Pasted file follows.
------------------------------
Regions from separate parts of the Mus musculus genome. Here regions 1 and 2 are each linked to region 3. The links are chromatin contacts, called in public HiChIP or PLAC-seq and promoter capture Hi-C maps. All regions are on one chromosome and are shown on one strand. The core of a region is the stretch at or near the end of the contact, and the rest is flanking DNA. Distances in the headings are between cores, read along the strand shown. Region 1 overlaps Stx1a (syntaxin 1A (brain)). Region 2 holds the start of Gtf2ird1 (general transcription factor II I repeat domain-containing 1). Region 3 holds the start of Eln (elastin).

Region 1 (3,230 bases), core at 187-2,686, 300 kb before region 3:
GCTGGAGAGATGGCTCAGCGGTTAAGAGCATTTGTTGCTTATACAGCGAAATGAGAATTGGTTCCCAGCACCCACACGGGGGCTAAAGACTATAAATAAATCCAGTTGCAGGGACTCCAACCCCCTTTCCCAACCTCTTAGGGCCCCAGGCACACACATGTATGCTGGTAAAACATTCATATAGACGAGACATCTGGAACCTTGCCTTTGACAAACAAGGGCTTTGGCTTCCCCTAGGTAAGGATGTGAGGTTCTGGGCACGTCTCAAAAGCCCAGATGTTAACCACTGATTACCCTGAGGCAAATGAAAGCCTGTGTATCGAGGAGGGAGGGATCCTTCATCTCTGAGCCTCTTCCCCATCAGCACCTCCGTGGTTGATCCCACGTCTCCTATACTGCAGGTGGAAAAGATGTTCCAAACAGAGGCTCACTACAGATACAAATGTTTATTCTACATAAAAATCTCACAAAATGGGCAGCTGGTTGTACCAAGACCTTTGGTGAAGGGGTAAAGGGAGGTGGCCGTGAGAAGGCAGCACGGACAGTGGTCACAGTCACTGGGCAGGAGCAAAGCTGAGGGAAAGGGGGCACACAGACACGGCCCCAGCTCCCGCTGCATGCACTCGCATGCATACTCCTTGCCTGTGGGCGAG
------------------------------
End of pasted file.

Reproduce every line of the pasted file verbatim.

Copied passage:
Regions from separate parts of the Mus musculus genome. Here regions 1 and 2 are each linked to region 3. The links are chromatin contacts, called in public HiChIP or PLAC-seq and promoter capture Hi-C maps. All regions are on one chromosome and are shown on one strand. The core of a region is the stretch at or near the end of the contact, and the rest is flanking DNA. Distances in the headings are between cores, read along the strand shown. Region 1 overlaps Stx1a (syntaxin 1A (brain)). Region 2 holds the start of Gtf2ird1 (general transcription factor II I repeat domain-containing 1). Region 3 holds the start of Eln (elastin).

Region 1 (3,230 bases), core at 187-2,686, 300 kb before region 3:
GCTGGAGAGATGGCTCAGCGGTTAAGAGCATTTGTTGCTTATACAGCGAAATGAGAATTGGTTCCCAGCACCCACACGGGGGCTAAAGACTATAAATAAATCCAGTTGCAGGGACTCCAACCCCCTTTCCCAACCTCTTAGGGCCCCAGGCACACACATGTATGCTGGTAAAACATTCATATAGACGAGACATCTGGAACCTTGCCTTTGACAAACAAGGGCTTTGGCTTCCCCTAGGTAAGGATGTGAGGTTCTGGGCACGTCTCAAAAGCCCAGATGTTAACCACTGATTACCCTGAGGCAAATGAAAGCCTGTGTATCGAGGAGGGAGGGATCCTTCATCTCTGAGCCTCTTCCCCATCAGCACCTCCGTGGTTGATCCCACGTCTCCTATACTGCAGGTGGAAAAGATGTTCCAAACAGAGGCTCACTACAGATACAAATGTTTATTCTACATAAAAATCTCACAAAATGGGCAGCTGGTTGTACCAAGACCTTTGGTGAAGGGGTAAAGGGAGGTGGCCGTGAGAAGGCAGCACGGACAGTGGTCACAGTCACTGGGCAGGAGCAAAGCTGAGGGAAAGGGGGCACACAGACACGGCCCCAGCTCCCGCTGCATGCACTCGCATGCATACTCCTTGCCTGTGGGCGAG